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Northwestern University Feinberg School of Medicine
Research

Garry Cooper, Northwestern Interdepartmental Neuroscience Program Student

Garry Cooper

Where is your hometown?
I’m from Dayton, Ohio.

What is your educational background?
I received my bachelor of science degree in mathematics and a bachelor of arts degree in chemistry from Indiana University. Now I am pursuing my doctorate degree in neuroscience here at Northwestern University.  

What are your research interests?
Parkinson’s disease, the role of voltage-gated ion channels in health and disease, neurodegeneration, and drug discovery for neurodegenerative diseases.

What exciting projects are you working on? 
Currently, I am working on the possible discovery of a preventive measure in Parkinson’s disease. Working in the labs of D. James Surmeier, PhD, chair of Feinberg’s Department of Physiology and Nathan Smith Davis Professor of Physiology, and Richard B. Silverman, PhD, John Evans Professor of Chemistry and professor of molecular biosciences, we are pursuing the discovery of a small brain permeant organic molecule that selectively inhibits a relatively rarely expressed voltage-gated calcium channel that we have shown to be an important player in the vulnerability of the dopamine neurons. The loss of these dopamine neurons are most responsible for the cardinal motor symptoms in Parkinson’s disease. 

It has been shown that antagonizing this calcium channel protects these dopamine neurons in toxin models of Parkinson’s disease. In addition, several epidemiological studies show a reduced risk of onset of Parkinson’s disease if strong antagonist to this channel are administered. However, the drug of choice to date has been non-selective antagonist to these calcium channels. And chronic administration of neuroprotective dose of this non-selectively antagonist might produce consequential cardiac side effects. 

We have developed the first selective compound to this calcium channel and are evaluating its potential as a neuroprotective agent in Parkinson’s disease etiology.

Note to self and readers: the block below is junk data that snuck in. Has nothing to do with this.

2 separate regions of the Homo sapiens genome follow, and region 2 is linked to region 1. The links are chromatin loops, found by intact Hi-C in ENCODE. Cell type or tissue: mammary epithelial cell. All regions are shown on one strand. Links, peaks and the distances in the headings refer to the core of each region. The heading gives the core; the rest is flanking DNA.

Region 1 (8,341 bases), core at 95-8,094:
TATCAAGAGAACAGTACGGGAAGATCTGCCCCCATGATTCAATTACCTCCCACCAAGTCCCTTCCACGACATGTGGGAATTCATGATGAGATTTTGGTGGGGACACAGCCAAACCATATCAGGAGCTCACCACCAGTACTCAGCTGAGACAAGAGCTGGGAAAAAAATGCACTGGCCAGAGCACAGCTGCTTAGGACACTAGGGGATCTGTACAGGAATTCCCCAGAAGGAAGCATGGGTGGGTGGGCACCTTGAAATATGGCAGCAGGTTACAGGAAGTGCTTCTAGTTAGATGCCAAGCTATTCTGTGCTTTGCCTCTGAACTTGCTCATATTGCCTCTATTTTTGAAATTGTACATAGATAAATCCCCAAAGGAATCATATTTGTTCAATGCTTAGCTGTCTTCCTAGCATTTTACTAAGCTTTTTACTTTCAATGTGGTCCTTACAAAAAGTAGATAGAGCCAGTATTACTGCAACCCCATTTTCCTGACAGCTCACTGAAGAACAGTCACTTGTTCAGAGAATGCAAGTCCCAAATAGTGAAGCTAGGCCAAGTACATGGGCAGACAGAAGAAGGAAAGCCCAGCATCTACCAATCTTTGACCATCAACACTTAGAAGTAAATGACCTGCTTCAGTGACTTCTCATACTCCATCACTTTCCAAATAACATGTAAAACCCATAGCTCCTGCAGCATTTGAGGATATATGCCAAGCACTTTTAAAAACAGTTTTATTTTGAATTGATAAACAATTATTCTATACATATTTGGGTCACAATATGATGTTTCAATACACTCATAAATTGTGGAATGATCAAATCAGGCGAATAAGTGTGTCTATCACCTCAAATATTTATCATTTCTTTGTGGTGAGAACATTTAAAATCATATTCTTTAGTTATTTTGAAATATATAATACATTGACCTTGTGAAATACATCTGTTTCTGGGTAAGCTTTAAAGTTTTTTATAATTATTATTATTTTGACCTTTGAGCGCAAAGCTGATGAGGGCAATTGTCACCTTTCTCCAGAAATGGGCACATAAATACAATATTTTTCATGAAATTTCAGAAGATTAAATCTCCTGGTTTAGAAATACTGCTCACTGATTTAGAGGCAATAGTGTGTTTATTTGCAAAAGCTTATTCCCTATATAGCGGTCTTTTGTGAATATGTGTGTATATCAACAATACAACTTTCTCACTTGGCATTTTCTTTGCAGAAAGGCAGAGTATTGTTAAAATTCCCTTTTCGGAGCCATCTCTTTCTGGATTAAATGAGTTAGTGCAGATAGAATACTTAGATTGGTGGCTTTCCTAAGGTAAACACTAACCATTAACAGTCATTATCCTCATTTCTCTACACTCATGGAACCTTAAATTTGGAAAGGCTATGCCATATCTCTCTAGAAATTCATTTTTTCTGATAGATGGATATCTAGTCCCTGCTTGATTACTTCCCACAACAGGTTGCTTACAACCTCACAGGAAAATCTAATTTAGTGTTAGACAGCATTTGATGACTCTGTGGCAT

What attracted you to the NUIN program?
The NUIN program offered, and continues in this manner, two major factors that made it the program I was most interested in joining to obtain my PhD. First, in coming to Northwestern I knew that I was interested in brain research, but had little preference for the technical approach and/or type of question. Therefore, I needed to join a program that fostered collaboration and multidisciplinary approaches to solving problems. Second, I wanted to join a program that had a sizable faculty representation with varied expertise and approach. Both are true of NUIN. Many of my colleagues work in multiple labs, on both campuses, to tackle questions whose answers have evaded neuroscientists to date. That’s what is extremely exciting about NUIN. If you join two labs, as in my case, or have two mentors, or construct other arrangements that benefit the student and help address the project, NUIN promotes this and helps organize. 

What has been your best experience at Feinberg? 
I think some of the classes that I have been a part of have been very important to shaping my scientific understanding and current interests. Also, it has given me interaction with students in different programs and labs. 

How would you describe faculty at Northwestern?
The faculty at Northwestern have been very engaging and helpful in my development as a scientist. I find that the faculty who routinely are present at department seminars, outings, gatherings, retreats, and poster sessions are extremely encouraging to my progress as a PhD student, but also aid in my scientific thought process. They have provided useful feedback on experiments that I conduct as a part of my thesis project that have led to novel approaches to our Parkinson’s disease drug discovery effort.  

What do you do in your free time?
In my free time, I like to play basketball in the winter and fall, and golf during the spring and summer. I am also very interested in American politics, so I waste time and watch and read an enormous amount of political dialogue past and current.

What are your plans for after graduation?
My plans after graduation are still a bit uncertain, but my next step could include science management in industrial settings or academic post-doctoral opportunities that allow for a continued interest in neurodegeneration and drug discovery.

Connect with Garry on LinkedIn.